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Refreshment

Preacher: 
Rev. Nancy S. Taylor
Date: 
Jan 29 2012
Scripture: 

Transcript

At seminary, students of divinity are introduced to the mysteries. Ranked high among the mysteries to which aspiring ministers are introduced, are the miracles of Jesus.

Theological students study the miracles of Jesus the same way medical students study the miracles of the human body: they dissect them, sort them and categorize them. They endeavor to understand how and why each of the miracles functions within the entire system of the Jesus narrative.

The miracles of Jesus are typically sorted into three distinct groups.

First, and most plentiful, are the healing miracles. Physical healings, for instance, the healings of the paralytic, of the ten lepers, of the woman with flow of blood, the giving of sight to blind Bartimaeus. Then there are the healings of the mind or spirit (called in the New Testament exorcisms): the exorcisms of the Gerasene demoniac, of a young boy, of woman in the synagogue in Capernaum.

Second, are the resurrection miracles: the raising of Jairus’ daughter, the raising of the young man from Nain, the raising from the dead of Jesus’ dear friend, Lazarus, and, then ultimately and most wonderfully, Jesus’ own resurrection.

Third, there are nature miracles: the stilling of the storm, Jesus walking on water, the great catch of fish, withering the fig tree, and the fish in whose mouth is found a coin.

In addition, among the nature miracles, there is a subcategory sometimes called the refreshment miracles (my favorite category of miracles). The refreshment miracles include the multiplication of the loaves and the fishes and Jesus’ first miracle, his debut miracle: his miraculous turning of water into wine—not just any wine, but fine wine, complex and velvety wine … and not just at any time and place, but at a wedding!

On the sanctuary’s North Wall, to my right, are five tall, tracery windows. Each window tells a different miracle story. As long as I have been here, I have wondered at those miracle windows, at the choices our forebears made.

I have wondered why three of the five miracles represent a single category. Three of the five depict miracles of resurrection. Beginning with the one nearest the organ pipes, nearest the front, there is the Resurrection of Jesus. Next, working to the left, is the raising of Lazarus from the tomb. And, then, still moving left, but skipping the central window, there is the raising of Jairus’ daughter.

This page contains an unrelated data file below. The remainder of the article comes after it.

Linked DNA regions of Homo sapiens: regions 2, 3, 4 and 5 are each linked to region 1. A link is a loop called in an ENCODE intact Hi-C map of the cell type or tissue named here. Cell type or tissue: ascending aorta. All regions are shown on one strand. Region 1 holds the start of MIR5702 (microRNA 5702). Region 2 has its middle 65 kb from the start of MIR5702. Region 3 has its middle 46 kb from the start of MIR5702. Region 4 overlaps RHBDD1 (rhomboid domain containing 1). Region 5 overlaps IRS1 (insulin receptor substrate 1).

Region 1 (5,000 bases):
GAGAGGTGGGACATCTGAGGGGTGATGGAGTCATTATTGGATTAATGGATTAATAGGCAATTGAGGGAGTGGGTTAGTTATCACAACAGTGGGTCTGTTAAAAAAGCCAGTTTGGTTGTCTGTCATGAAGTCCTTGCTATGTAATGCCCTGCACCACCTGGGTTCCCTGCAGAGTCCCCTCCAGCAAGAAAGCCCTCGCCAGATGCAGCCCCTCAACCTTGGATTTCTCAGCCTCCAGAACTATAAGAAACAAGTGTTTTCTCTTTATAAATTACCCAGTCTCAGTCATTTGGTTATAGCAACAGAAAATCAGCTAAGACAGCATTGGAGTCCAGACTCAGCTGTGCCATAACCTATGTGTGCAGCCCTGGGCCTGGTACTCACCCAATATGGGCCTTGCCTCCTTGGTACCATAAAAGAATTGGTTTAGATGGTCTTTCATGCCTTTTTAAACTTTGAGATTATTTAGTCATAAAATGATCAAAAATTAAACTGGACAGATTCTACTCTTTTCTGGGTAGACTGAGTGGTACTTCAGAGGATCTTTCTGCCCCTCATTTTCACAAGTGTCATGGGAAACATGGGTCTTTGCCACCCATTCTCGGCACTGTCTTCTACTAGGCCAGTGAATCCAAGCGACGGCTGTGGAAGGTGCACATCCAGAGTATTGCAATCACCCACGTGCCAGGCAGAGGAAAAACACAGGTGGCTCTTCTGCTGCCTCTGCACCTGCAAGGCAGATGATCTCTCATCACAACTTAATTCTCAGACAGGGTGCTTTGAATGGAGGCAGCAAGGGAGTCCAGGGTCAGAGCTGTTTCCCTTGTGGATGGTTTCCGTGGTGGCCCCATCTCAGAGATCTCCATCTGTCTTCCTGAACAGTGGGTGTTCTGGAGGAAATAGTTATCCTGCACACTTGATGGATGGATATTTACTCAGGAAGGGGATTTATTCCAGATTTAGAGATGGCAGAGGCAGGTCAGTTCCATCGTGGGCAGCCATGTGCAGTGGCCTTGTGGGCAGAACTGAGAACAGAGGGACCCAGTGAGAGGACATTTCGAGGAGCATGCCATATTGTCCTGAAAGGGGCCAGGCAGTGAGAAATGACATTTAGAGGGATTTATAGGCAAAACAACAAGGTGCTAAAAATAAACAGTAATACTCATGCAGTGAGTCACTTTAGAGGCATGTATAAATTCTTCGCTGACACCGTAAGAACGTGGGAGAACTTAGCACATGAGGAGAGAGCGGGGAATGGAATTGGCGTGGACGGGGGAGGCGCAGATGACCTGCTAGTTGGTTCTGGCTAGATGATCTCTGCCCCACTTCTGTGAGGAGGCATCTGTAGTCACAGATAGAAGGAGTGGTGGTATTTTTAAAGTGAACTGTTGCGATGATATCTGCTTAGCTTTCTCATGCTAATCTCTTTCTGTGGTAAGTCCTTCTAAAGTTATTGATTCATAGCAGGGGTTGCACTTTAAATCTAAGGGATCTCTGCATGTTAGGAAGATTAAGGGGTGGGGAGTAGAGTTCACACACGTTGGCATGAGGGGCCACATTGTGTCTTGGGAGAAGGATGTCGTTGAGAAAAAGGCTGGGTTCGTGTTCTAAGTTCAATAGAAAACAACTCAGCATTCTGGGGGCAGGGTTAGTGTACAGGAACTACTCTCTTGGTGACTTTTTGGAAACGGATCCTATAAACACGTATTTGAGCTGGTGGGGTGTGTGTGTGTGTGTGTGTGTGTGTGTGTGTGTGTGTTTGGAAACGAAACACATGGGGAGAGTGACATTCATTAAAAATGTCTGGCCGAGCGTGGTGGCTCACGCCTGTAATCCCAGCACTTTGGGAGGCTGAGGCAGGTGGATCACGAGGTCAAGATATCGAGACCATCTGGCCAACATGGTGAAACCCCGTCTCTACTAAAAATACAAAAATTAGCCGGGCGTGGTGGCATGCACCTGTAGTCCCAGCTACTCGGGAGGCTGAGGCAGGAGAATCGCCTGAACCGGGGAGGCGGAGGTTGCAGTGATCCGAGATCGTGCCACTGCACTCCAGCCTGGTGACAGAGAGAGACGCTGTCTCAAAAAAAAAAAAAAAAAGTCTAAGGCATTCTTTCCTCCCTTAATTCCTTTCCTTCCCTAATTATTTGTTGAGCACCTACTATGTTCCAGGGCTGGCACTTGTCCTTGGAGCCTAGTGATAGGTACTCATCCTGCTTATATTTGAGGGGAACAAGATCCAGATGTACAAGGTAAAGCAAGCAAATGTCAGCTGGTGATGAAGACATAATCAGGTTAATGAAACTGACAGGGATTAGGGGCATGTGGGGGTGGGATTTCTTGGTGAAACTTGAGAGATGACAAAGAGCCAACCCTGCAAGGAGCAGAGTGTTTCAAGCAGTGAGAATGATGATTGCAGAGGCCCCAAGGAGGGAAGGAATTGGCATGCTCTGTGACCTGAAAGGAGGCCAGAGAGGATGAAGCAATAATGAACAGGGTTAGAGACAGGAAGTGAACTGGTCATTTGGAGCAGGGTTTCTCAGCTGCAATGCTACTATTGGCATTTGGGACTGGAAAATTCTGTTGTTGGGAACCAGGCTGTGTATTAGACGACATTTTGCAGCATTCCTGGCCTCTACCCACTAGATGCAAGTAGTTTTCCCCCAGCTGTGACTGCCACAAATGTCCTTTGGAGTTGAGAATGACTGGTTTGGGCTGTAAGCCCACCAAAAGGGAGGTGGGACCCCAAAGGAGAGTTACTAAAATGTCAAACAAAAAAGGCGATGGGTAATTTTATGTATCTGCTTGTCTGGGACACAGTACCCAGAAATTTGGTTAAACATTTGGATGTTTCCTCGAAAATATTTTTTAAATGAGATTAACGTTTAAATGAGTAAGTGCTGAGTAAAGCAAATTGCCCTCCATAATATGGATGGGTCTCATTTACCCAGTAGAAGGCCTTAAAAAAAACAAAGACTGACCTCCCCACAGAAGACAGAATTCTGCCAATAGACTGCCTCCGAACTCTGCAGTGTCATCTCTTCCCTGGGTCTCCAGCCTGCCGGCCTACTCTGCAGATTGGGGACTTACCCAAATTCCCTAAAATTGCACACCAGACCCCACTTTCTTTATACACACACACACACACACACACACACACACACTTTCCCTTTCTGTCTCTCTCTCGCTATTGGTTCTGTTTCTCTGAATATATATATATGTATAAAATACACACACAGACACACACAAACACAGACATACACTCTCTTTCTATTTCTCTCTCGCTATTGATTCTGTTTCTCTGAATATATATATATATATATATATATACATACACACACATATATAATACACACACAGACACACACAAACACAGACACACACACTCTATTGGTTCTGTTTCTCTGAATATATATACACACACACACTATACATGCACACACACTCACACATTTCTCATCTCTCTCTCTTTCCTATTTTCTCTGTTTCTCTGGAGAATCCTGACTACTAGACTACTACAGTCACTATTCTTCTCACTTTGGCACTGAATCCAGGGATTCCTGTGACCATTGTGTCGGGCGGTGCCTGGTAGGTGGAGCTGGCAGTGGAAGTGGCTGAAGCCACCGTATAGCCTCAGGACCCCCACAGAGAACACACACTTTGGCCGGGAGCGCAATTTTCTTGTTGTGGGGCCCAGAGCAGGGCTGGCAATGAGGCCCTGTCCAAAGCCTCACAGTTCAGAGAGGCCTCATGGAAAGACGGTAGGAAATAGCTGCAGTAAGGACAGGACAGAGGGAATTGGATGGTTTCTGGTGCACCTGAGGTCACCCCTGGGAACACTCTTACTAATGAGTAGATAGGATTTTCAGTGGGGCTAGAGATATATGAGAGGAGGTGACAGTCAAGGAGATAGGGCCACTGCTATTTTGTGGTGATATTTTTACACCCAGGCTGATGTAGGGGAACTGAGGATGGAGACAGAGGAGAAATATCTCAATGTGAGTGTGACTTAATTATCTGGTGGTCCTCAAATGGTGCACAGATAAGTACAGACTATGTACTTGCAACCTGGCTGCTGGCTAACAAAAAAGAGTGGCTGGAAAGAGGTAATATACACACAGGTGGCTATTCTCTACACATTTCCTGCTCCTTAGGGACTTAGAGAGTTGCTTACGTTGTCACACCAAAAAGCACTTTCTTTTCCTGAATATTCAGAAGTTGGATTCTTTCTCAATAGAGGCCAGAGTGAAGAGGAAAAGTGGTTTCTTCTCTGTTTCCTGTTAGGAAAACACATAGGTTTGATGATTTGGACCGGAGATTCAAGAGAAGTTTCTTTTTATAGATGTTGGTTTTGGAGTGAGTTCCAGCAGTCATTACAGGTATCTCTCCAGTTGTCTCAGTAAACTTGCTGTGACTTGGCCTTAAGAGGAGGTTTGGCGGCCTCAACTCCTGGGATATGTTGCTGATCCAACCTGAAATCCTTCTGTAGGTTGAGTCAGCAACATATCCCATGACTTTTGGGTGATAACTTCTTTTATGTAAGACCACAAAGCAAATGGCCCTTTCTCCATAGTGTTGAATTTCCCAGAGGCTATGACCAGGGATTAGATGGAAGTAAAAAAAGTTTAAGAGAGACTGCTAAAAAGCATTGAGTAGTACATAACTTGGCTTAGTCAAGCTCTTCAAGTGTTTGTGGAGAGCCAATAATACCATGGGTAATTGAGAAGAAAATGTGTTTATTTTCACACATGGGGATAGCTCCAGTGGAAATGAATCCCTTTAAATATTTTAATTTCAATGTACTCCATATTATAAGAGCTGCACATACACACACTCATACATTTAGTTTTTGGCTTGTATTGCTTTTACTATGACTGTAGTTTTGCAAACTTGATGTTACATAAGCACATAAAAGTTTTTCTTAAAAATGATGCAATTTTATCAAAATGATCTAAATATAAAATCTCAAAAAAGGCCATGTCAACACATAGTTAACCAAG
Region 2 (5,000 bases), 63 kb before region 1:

Three of five concerned with death and resurrection? When you have five chances to depict five miracles, why would you choose three miracles from one category? Why so much attention to death and dying and rising?

I don’t know for certain, but I do know this: that the Civil War had ended barely ten years prior to the completion of this building. Massachusetts sent 150,000 troops, 14,000 died … many more returned wounded, maimed and forever changed.

And, I know this: that this building was completed in 1875, smack in the middle of the Industrial Revolution. It was built during an era of unprecedented expansion to be sure: the era of railroads, canals, turnpikes, of the mechanization of agriculture and hugely productive mills. But it was also an era of crowded cities, factory towns, long hours, squalid conditions, disease, the death of children … and a high worker mortality rate.

And, I know this: that it was in 1872 that Boston’s Great Fire ravaged this city. Raging from the Common to the Waterfront, Boston’s Great Fire reduced 1,000 businesses to ashes, killed 30 people, including 12 firefighters … and singed this congregation’s former home, our Meeting House.

The Great Fire’s flames licked at our steeple, charred our shutters and blackened our pews. Boston’s Great Fire rendered the Old South Meeting House unusable.

What’s more, I know that in 1874 (the year before we moved into this building) a dam gave way on the Mill River in western Massachusetts. A wall of water between 20 and 40 feet high and 300 feet wide rushed downstream and almost everything in its path was destroyed. Enormous factories were reduced to stone rubble or splintered planks. Houses, swept off their foundations, collapsed. Cows, horses, and people were sucked into the roiling water and tossed around like rag dolls. Within an hour, the flood had leveled four entire villages.